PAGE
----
As the palm-tree standeth so straight and so tall,
The more the hail beats, and the more the rains fall, –

So love in our hearts shall grow mighty and strong,
Through crosses, through sorrows, through manifold wrong …

Though forests I’ll follow, and where the sea flows,
Through ice, and through iron, through armies of foes.

“Annie of Tharaw” sounds less sophisticated than many contemporary poems, in part because of its anapestic meter, commonly found in children’s poems such as “A Visit from St. Nicholas.” But Dach’s words may speak more directly than some of their modern counterparts to couples facing serious illnesses such as AIDS. Their sentiments implicitly ratify and amplify the “in sickness and in health” of wedding vows, so they would also suit anniversaries. The full text appears online at Litscape.

© 2009 Janice Harayda. All rights reserved.
www.janiceharayda.com

January 3, 2008

Good Poems for High School Students (and Maybe for Yourself, Too)

Break, break, break,
On thy cold gray stones, O Sea!
And I would that my tongue could utter
The thoughts that arise in me.

From Alfred Tennyson’s “Break, Break, Break”

By Janice Harayda

Looking for good poems for a teenager or for yourself? You’ll find them at Poetry Out Loud www.poetryoutloud.org, the home of National Recitation Project, a nationwide competition that encourages high school students to read poetry in class and elsewhere.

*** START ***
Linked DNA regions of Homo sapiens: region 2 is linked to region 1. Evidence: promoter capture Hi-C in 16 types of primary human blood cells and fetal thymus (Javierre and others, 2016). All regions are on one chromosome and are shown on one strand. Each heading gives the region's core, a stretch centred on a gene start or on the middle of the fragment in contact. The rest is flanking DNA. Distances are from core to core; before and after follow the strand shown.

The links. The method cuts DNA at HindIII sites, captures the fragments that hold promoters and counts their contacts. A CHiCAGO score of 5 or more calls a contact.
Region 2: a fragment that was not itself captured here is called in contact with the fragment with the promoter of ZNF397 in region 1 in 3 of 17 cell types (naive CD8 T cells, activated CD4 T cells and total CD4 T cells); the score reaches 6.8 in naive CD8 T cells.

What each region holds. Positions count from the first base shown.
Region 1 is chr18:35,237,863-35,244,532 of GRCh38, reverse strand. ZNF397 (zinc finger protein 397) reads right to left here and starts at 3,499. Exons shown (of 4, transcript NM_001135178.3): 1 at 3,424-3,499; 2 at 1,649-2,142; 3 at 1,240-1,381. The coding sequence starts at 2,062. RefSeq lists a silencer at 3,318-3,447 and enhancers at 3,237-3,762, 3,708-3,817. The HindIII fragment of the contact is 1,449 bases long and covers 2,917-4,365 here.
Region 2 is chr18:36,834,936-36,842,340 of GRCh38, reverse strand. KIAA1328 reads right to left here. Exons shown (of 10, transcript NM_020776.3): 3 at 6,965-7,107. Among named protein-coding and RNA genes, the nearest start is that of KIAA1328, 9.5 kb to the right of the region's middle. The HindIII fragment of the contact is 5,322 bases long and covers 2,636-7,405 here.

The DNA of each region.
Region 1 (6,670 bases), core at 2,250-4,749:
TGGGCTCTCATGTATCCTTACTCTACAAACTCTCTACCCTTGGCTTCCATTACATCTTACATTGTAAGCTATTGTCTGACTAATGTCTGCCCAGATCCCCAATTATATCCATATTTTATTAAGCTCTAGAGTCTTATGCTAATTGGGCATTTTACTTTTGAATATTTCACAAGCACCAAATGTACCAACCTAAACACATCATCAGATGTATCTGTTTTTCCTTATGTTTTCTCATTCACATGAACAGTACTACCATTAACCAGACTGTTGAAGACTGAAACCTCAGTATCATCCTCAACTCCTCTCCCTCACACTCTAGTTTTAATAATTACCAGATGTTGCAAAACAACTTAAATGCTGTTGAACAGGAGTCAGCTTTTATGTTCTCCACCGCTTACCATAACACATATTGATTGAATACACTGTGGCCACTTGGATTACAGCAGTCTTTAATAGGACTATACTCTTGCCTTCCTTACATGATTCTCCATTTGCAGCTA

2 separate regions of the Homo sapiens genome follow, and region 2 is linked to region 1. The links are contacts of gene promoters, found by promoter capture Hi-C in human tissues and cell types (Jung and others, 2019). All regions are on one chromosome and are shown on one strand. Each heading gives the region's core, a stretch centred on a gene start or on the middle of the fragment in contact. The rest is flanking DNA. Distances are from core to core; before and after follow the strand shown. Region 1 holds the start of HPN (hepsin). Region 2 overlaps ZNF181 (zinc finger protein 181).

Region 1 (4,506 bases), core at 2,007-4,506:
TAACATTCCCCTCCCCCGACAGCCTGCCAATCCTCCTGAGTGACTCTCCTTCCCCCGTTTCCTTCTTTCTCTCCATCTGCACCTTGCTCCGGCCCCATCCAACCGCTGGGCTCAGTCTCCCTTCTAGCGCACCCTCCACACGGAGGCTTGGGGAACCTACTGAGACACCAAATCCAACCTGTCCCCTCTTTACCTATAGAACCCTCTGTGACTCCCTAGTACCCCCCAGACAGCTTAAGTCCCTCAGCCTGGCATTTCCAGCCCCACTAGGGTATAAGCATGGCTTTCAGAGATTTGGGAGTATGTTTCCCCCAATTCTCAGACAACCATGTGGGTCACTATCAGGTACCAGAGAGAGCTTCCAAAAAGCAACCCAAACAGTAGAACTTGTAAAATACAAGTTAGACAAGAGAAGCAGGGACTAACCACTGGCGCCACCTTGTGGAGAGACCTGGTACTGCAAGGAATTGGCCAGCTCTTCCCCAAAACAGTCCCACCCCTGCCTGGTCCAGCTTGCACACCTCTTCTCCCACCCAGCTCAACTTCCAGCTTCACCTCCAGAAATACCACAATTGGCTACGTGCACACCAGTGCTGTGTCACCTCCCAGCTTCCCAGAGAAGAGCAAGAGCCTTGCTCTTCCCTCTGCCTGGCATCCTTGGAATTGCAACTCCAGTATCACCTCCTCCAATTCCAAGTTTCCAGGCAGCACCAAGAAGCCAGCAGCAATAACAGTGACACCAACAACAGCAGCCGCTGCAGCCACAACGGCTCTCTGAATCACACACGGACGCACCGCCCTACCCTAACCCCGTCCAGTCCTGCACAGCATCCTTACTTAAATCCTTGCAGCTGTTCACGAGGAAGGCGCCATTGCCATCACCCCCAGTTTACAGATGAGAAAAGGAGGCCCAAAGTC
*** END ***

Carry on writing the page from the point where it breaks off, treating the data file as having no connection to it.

Teenagers who enter the contest must choose from among the 400 new and classic poems posted on Poetry Out Loud, which gives the full text of each and a short biography its author. Students can select work by fine contemporary poets such as Kay Ryan and Yusef Komunyakaa or warhorses like Robert Frost and Emily Dickinson (identified as “the famous hermit of Amherst, Massachusetts”).

Poetry Out Loud is also a good site for teenagers and adults looking for poems to read on their own (which you can find by clicking on “Find a Poem” in the “For Students” category). You might start with one of Alfred Tennyson’s best poems, “Break, Break, Break,” the first lines of which appear above. This brief lament for a lost friend has elements that may appeal to the most reluctant readers, including rhyme, clarity and a strong rhythm. “Break, Break, Break” also deals in part with a theme that’s easy for teenagers to identify with – the difficulty of expressing deep thoughts and feelings. And because it comes from a great English poet of the Victorian era, many students are less likely to have read in it in school than the work of American poets such as Frost and Dickinson.

Furthermore: “Break, Break, Break” is a great tool for teaching teenagers about poetry because it is relatively easy to read but uses many techniques found in more challenging poems, including assonance, repetition, alliteration, and onomatopoeia. The first three words are an example of three-syllable foot with three stresses, known as a molossus.

© 2007 Janice Harayda. All rights reserved.
www.janiceharayda.com

December 7, 2007

‘The Supreme Christmas Poem in the English Language’ Is … Quote of the Day (Reynolds Price)

This is the Month, and this the happy morn
Wherein the Son of Heav’ns eternal King,
Of wedded Maid, and Virgin Mother born,
Our great redemption from above did bring …

From John Milton’s “On the Morning of Christ’s Nativity”